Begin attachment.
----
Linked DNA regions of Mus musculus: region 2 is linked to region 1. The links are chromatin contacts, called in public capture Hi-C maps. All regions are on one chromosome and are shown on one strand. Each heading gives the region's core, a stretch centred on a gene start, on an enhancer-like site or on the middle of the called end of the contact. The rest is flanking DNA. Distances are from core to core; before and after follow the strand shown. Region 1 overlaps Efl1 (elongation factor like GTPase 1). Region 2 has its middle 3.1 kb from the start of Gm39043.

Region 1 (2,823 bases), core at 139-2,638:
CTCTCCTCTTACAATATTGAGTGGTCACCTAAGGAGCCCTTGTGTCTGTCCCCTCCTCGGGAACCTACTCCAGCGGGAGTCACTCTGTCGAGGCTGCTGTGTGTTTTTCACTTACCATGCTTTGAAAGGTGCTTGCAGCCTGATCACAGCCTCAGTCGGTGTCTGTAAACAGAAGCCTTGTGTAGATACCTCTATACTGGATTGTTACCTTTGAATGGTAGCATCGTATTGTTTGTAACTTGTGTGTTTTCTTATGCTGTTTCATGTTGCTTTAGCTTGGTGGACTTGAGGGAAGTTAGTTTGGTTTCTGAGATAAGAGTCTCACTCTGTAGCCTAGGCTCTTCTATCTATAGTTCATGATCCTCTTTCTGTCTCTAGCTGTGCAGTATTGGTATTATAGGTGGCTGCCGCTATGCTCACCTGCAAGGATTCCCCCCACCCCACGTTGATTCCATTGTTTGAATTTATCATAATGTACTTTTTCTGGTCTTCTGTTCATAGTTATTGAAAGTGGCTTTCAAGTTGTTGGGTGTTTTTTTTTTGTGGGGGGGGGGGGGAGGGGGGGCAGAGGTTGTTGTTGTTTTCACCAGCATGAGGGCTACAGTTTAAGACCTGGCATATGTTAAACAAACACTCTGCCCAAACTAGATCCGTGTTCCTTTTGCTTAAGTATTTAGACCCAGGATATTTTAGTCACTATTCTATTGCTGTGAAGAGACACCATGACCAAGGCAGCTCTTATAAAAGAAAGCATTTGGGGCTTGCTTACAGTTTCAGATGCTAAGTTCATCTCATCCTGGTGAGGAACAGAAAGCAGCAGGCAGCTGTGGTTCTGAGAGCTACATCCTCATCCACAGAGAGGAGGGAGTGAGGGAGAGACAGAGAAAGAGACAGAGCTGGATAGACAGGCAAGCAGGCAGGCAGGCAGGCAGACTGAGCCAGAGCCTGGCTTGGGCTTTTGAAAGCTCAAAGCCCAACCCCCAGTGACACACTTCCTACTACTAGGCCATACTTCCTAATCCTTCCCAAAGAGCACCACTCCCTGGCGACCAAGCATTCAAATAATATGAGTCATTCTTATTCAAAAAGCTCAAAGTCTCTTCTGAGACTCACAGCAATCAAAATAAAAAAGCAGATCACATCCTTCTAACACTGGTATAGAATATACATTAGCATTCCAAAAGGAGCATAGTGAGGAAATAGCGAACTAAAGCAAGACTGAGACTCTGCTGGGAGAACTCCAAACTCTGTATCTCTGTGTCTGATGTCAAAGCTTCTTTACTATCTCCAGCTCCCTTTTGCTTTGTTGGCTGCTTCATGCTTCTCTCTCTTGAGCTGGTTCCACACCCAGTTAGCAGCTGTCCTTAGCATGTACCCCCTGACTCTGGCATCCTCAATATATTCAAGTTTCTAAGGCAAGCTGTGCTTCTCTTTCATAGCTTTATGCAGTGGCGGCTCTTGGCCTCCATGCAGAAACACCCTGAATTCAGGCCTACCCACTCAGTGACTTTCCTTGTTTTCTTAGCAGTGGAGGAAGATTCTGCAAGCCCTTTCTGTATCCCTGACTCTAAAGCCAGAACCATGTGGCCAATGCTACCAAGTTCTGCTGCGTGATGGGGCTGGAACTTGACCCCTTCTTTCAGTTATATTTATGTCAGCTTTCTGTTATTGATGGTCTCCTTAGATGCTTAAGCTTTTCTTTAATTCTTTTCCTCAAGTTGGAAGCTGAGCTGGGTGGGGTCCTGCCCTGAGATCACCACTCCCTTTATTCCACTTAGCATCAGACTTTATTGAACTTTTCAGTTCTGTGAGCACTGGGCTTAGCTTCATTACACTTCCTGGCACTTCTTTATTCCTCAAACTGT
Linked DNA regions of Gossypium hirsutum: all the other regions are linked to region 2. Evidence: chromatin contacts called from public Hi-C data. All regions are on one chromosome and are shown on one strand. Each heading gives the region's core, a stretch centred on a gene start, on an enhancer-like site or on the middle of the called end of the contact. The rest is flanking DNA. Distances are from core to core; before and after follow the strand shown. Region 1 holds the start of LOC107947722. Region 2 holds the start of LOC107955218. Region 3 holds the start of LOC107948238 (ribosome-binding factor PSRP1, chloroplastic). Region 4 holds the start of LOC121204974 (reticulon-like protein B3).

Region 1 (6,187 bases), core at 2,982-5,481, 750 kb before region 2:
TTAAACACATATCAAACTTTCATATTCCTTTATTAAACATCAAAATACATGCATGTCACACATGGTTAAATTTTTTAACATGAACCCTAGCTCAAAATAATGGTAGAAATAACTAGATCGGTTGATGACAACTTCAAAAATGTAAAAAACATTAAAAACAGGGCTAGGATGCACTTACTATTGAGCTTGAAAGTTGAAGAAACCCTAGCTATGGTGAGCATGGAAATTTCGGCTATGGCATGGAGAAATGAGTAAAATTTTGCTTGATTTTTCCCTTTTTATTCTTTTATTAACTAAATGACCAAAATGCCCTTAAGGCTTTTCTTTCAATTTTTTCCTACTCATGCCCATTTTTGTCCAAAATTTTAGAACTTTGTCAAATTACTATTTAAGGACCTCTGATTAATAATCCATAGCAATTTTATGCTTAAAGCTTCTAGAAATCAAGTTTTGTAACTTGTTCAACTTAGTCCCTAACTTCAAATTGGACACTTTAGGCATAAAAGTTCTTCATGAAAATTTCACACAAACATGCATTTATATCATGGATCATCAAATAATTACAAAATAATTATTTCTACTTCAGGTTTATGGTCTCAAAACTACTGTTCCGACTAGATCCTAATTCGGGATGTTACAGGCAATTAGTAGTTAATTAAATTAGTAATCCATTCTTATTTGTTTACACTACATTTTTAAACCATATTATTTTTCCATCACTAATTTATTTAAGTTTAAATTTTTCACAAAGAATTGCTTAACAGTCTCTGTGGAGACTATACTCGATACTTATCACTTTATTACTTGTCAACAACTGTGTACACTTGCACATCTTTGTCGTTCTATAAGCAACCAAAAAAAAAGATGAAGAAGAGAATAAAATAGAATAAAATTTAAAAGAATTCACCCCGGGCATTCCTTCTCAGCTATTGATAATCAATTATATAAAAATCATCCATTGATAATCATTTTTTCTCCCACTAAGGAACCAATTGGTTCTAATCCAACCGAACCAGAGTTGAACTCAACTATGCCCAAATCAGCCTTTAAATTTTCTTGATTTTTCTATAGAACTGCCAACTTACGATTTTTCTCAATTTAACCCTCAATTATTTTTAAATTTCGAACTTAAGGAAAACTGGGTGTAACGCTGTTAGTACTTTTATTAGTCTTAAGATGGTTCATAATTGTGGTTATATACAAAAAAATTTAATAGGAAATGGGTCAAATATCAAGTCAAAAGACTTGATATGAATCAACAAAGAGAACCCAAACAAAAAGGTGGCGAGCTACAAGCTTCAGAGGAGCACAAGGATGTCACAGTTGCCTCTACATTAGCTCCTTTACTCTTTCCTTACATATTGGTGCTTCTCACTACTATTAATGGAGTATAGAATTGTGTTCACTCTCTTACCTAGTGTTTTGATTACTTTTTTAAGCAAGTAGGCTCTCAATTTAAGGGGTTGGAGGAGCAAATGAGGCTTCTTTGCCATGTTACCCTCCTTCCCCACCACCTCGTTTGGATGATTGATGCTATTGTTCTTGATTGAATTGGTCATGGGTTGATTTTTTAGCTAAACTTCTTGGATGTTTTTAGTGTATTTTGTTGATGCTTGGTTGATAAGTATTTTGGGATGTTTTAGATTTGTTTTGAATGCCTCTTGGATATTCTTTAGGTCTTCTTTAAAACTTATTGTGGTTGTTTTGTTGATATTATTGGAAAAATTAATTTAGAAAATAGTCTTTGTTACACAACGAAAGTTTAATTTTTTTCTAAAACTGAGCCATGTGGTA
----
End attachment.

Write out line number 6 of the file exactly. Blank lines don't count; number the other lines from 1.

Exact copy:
TTAAACACATATCAAACTTTCATATTCCTTTATTAAACATCAAAATACATGCATGTCACACATGGTTAAATTTTTTAACATGAACCCTAGCTCAAAATAATGGTAGAAATAACTAGATCGGTTGATGACAACTTCAAAAATGTAAAAAACATTAAAAACAGGGCTAGGATGCACTTACTATTGAGCTTGAAAGTTGAAGAAACCCTAGCTATGGTGAGCATGGAAATTTCGGCTATGGCATGGAGAAATGAGTAAAATTTTGCTTGATTTTTCCCTTTTTATTCTTTTATTAACTAAATGACCAAAATGCCCTTAAGGCTTTTCTTTCAATTTTTTCCTACTCATGCCCATTTTTGTCCAAAATTTTAGAACTTTGTCAAATTACTATTTAAGGACCTCTGATTAATAATCCATAGCAATTTTATGCTTAAAGCTTCTAGAAATCAAGTTTTGTAACTTGTTCAACTTAGTCCCTAACTTCAAATTGGACACTTTAGGCATAAAAGTTCTTCATGAAAATTTCACACAAACATGCATTTATATCATGGATCATCAAATAATTACAAAATAATTATTTCTACTTCAGGTTTATGGTCTCAAAACTACTGTTCCGACTAGATCCTAATTCGGGATGTTACAGGCAATTAGTAGTTAATTAAATTAGTAATCCATTCTTATTTGTTTACACTACATTTTTAAACCATATTATTTTTCCATCACTAATTTATTTAAGTTTAAATTTTTCACAAAGAATTGCTTAACAGTCTCTGTGGAGACTATACTCGATACTTATCACTTTATTACTTGTCAACAACTGTGTACACTTGCACATCTTTGTCGTTCTATAAGCAACCAAAAAAAAAGATGAAGAAGAGAATAAAATAGAATAAAATTTAAAAGAATTCACCCCGGGCATTCCTTCTCAGCTATTGATAATCAATTATATAAAAATCATCCATTGATAATCATTTTTTCTCCCACTAAGGAACCAATTGGTTCTAATCCAACCGAACCAGAGTTGAACTCAACTATGCCCAAATCAGCCTTTAAATTTTCTTGATTTTTCTATAGAACTGCCAACTTACGATTTTTCTCAATTTAACCCTCAATTATTTTTAAATTTCGAACTTAAGGAAAACTGGGTGTAACGCTGTTAGTACTTTTATTAGTCTTAAGATGGTTCATAATTGTGGTTATATACAAAAAAATTTAATAGGAAATGGGTCAAATATCAAGTCAAAAGACTTGATATGAATCAACAAAGAGAACCCAAACAAAAAGGTGGCGAGCTACAAGCTTCAGAGGAGCACAAGGATGTCACAGTTGCCTCTACATTAGCTCCTTTACTCTTTCCTTACATATTGGTGCTTCTCACTACTATTAATGGAGTATAGAATTGTGTTCACTCTCTTACCTAGTGTTTTGATTACTTTTTTAAGCAAGTAGGCTCTCAATTTAAGGGGTTGGAGGAGCAAATGAGGCTTCTTTGCCATGTTACCCTCCTTCCCCACCACCTCGTTTGGATGATTGATGCTATTGTTCTTGATTGAATTGGTCATGGGTTGATTTTTTAGCTAAACTTCTTGGATGTTTTTAGTGTATTTTGTTGATGCTTGGTTGATAAGTATTTTGGGATGTTTTAGATTTGTTTTGAATGCCTCTTGGATATTCTTTAGGTCTTCTTTAAAACTTATTGTGGTTGTTTTGTTGATATTATTGGAAAAATTAATTTAGAAAATAGTCTTTGTTACACAACGAAAGTTTAATTTTTTTCTAAAACTGAGCCATGTGGTA